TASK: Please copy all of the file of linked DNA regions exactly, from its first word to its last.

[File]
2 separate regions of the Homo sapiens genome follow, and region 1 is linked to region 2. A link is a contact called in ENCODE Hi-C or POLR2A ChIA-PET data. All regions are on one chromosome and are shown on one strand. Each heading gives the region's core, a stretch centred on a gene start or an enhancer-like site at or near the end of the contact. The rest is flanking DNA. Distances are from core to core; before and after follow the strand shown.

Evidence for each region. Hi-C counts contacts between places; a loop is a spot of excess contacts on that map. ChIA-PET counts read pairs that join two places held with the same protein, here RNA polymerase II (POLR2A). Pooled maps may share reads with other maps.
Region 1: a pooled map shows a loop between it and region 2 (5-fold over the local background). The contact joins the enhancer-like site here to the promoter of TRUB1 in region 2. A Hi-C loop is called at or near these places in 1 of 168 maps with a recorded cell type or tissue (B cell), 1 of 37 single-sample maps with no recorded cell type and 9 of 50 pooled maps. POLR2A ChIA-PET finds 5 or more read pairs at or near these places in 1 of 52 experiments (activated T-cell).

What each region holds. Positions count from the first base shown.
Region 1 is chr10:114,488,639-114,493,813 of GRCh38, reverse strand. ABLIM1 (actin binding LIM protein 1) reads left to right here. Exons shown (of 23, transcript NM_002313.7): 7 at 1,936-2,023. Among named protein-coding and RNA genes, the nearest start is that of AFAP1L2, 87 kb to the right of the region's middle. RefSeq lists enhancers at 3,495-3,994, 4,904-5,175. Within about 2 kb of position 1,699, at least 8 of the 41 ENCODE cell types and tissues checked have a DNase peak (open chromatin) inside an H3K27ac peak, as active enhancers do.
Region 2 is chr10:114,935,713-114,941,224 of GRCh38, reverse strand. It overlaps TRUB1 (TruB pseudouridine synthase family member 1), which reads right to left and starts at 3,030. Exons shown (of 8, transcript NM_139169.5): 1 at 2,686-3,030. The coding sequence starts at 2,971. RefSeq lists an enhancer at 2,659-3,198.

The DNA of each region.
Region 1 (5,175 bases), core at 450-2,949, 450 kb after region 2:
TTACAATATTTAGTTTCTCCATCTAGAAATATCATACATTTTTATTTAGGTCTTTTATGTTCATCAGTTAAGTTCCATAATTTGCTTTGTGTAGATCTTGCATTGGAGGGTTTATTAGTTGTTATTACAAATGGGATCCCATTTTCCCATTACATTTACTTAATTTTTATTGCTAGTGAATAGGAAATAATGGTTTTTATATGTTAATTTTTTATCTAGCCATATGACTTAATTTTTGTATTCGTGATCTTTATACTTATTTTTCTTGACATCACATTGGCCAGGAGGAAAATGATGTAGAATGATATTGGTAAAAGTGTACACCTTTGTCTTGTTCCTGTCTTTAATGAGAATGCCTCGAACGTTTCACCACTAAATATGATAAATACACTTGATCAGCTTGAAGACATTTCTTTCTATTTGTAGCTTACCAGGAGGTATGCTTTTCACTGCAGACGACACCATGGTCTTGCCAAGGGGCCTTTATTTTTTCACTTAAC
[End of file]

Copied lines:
2 separate regions of the Homo sapiens genome follow, and region 1 is linked to region 2. A link is a contact called in ENCODE Hi-C or POLR2A ChIA-PET data. All regions are on one chromosome and are shown on one strand. Each heading gives the region's core, a stretch centred on a gene start or an enhancer-like site at or near the end of the contact. The rest is flanking DNA. Distances are from core to core; before and after follow the strand shown.

Evidence for each region. Hi-C counts contacts between places; a loop is a spot of excess contacts on that map. ChIA-PET counts read pairs that join two places held with the same protein, here RNA polymerase II (POLR2A). Pooled maps may share reads with other maps.
Region 1: a pooled map shows a loop between it and region 2 (5-fold over the local background). The contact joins the enhancer-like site here to the promoter of TRUB1 in region 2. A Hi-C loop is called at or near these places in 1 of 168 maps with a recorded cell type or tissue (B cell), 1 of 37 single-sample maps with no recorded cell type and 9 of 50 pooled maps. POLR2A ChIA-PET finds 5 or more read pairs at or near these places in 1 of 52 experiments (activated T-cell).

What each region holds. Positions count from the first base shown.
Region 1 is chr10:114,488,639-114,493,813 of GRCh38, reverse strand. ABLIM1 (actin binding LIM protein 1) reads left to right here. Exons shown (of 23, transcript NM_002313.7): 7 at 1,936-2,023. Among named protein-coding and RNA genes, the nearest start is that of AFAP1L2, 87 kb to the right of the region's middle. RefSeq lists enhancers at 3,495-3,994, 4,904-5,175. Within about 2 kb of position 1,699, at least 8 of the 41 ENCODE cell types and tissues checked have a DNase peak (open chromatin) inside an H3K27ac peak, as active enhancers do.
Region 2 is chr10:114,935,713-114,941,224 of GRCh38, reverse strand. It overlaps TRUB1 (TruB pseudouridine synthase family member 1), which reads right to left and starts at 3,030. Exons shown (of 8, transcript NM_139169.5): 1 at 2,686-3,030. The coding sequence starts at 2,971. RefSeq lists an enhancer at 2,659-3,198.

The DNA of each region.
Region 1 (5,175 bases), core at 450-2,949, 450 kb after region 2:
TTACAATATTTAGTTTCTCCATCTAGAAATATCATACATTTTTATTTAGGTCTTTTATGTTCATCAGTTAAGTTCCATAATTTGCTTTGTGTAGATCTTGCATTGGAGGGTTTATTAGTTGTTATTACAAATGGGATCCCATTTTCCCATTACATTTACTTAATTTTTATTGCTAGTGAATAGGAAATAATGGTTTTTATATGTTAATTTTTTATCTAGCCATATGACTTAATTTTTGTATTCGTGATCTTTATACTTATTTTTCTTGACATCACATTGGCCAGGAGGAAAATGATGTAGAATGATATTGGTAAAAGTGTACACCTTTGTCTTGTTCCTGTCTTTAATGAGAATGCCTCGAACGTTTCACCACTAAATATGATAAATACACTTGATCAGCTTGAAGACATTTCTTTCTATTTGTAGCTTACCAGGAGGTATGCTTTTCACTGCAGACGACACCATGGTCTTGCCAAGGGGCCTTTATTTTTTCACTTAAC